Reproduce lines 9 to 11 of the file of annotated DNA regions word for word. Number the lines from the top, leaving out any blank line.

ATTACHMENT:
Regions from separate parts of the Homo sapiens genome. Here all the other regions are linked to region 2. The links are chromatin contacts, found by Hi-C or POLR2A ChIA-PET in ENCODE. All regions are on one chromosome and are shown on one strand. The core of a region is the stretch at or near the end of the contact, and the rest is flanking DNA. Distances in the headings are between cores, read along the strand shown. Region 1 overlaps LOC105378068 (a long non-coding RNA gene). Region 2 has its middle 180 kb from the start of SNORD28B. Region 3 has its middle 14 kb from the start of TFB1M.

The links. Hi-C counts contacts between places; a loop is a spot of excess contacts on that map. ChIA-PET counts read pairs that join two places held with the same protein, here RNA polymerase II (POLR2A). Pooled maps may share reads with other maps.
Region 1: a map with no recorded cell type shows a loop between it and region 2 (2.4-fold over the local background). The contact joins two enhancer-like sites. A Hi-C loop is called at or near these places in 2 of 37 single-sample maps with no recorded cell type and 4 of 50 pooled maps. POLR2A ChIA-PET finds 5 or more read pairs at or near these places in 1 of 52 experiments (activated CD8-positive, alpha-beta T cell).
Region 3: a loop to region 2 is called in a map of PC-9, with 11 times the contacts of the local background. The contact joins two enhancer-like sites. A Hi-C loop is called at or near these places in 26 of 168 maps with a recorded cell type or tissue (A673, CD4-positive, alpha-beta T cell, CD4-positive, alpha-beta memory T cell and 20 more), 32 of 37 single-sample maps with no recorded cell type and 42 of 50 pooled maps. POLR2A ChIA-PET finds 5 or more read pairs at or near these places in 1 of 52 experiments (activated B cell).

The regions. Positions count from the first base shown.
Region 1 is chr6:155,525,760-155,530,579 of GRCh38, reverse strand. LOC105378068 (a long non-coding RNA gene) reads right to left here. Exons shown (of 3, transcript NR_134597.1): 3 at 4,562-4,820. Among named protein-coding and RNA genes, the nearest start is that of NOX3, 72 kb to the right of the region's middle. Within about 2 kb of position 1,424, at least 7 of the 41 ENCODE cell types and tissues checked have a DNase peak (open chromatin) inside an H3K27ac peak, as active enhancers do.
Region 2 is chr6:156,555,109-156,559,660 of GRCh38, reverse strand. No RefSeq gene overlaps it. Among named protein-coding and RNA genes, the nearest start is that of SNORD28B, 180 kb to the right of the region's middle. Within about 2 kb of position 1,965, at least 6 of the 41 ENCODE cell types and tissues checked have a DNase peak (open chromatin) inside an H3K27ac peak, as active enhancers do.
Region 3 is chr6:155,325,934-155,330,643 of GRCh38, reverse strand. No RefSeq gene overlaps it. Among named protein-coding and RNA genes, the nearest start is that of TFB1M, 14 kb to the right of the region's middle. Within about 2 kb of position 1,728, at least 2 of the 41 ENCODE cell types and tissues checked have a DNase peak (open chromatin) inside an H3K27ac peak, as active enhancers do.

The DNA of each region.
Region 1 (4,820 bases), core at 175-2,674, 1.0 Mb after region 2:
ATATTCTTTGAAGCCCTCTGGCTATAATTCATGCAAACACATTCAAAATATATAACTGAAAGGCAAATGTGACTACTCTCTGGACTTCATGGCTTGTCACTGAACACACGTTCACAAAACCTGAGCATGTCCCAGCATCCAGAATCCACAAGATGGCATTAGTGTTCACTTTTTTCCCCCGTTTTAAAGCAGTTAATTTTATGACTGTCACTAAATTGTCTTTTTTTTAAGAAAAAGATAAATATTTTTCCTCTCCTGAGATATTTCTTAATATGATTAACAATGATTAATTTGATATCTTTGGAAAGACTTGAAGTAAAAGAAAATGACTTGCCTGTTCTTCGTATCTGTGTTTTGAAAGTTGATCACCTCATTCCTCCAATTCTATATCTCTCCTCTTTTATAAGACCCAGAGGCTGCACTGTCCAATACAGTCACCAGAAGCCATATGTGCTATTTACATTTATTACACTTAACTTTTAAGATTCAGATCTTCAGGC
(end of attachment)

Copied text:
The DNA of each region.
Region 1 (4,820 bases), core at 175-2,674, 1.0 Mb after region 2:
ATATTCTTTGAAGCCCTCTGGCTATAATTCATGCAAACACATTCAAAATATATAACTGAAAGGCAAATGTGACTACTCTCTGGACTTCATGGCTTGTCACTGAACACACGTTCACAAAACCTGAGCATGTCCCAGCATCCAGAATCCACAAGATGGCATTAGTGTTCACTTTTTTCCCCCGTTTTAAAGCAGTTAATTTTATGACTGTCACTAAATTGTCTTTTTTTTAAGAAAAAGATAAATATTTTTCCTCTCCTGAGATATTTCTTAATATGATTAACAATGATTAATTTGATATCTTTGGAAAGACTTGAAGTAAAAGAAAATGACTTGCCTGTTCTTCGTATCTGTGTTTTGAAAGTTGATCACCTCATTCCTCCAATTCTATATCTCTCCTCTTTTATAAGACCCAGAGGCTGCACTGTCCAATACAGTCACCAGAAGCCATATGTGCTATTTACATTTATTACACTTAACTTTTAAGATTCAGATCTTCAGGC